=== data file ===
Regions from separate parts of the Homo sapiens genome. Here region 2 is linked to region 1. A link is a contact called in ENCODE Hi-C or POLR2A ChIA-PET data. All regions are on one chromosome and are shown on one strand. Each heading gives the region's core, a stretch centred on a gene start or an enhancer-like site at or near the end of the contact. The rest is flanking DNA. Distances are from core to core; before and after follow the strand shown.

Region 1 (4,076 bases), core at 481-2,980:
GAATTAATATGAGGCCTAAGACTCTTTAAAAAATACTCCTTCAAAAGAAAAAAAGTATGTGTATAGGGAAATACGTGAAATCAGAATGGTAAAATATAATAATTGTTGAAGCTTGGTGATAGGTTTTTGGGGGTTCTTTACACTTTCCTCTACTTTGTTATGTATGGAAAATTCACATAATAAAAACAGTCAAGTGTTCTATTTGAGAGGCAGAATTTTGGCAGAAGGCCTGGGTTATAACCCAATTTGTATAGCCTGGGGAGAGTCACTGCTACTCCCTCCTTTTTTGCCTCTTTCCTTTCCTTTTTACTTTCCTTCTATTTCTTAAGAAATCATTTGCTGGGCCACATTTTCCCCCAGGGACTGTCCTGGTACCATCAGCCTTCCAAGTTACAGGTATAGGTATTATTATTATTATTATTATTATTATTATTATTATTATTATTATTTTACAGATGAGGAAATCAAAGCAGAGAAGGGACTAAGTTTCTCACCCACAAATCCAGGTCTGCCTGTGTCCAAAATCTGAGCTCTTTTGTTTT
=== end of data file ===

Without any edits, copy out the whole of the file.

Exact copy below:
Regions from separate parts of the Homo sapiens genome. Here region 2 is linked to region 1. A link is a contact called in ENCODE Hi-C or POLR2A ChIA-PET data. All regions are on one chromosome and are shown on one strand. Each heading gives the region's core, a stretch centred on a gene start or an enhancer-like site at or near the end of the contact. The rest is flanking DNA. Distances are from core to core; before and after follow the strand shown.

Region 1 (4,076 bases), core at 481-2,980:
GAATTAATATGAGGCCTAAGACTCTTTAAAAAATACTCCTTCAAAAGAAAAAAAGTATGTGTATAGGGAAATACGTGAAATCAGAATGGTAAAATATAATAATTGTTGAAGCTTGGTGATAGGTTTTTGGGGGTTCTTTACACTTTCCTCTACTTTGTTATGTATGGAAAATTCACATAATAAAAACAGTCAAGTGTTCTATTTGAGAGGCAGAATTTTGGCAGAAGGCCTGGGTTATAACCCAATTTGTATAGCCTGGGGAGAGTCACTGCTACTCCCTCCTTTTTTGCCTCTTTCCTTTCCTTTTTACTTTCCTTCTATTTCTTAAGAAATCATTTGCTGGGCCACATTTTCCCCCAGGGACTGTCCTGGTACCATCAGCCTTCCAAGTTACAGGTATAGGTATTATTATTATTATTATTATTATTATTATTATTATTATTATTATTTTACAGATGAGGAAATCAAAGCAGAGAAGGGACTAAGTTTCTCACCCACAAATCCAGGTCTGCCTGTGTCCAAAATCTGAGCTCTTTTGTTTT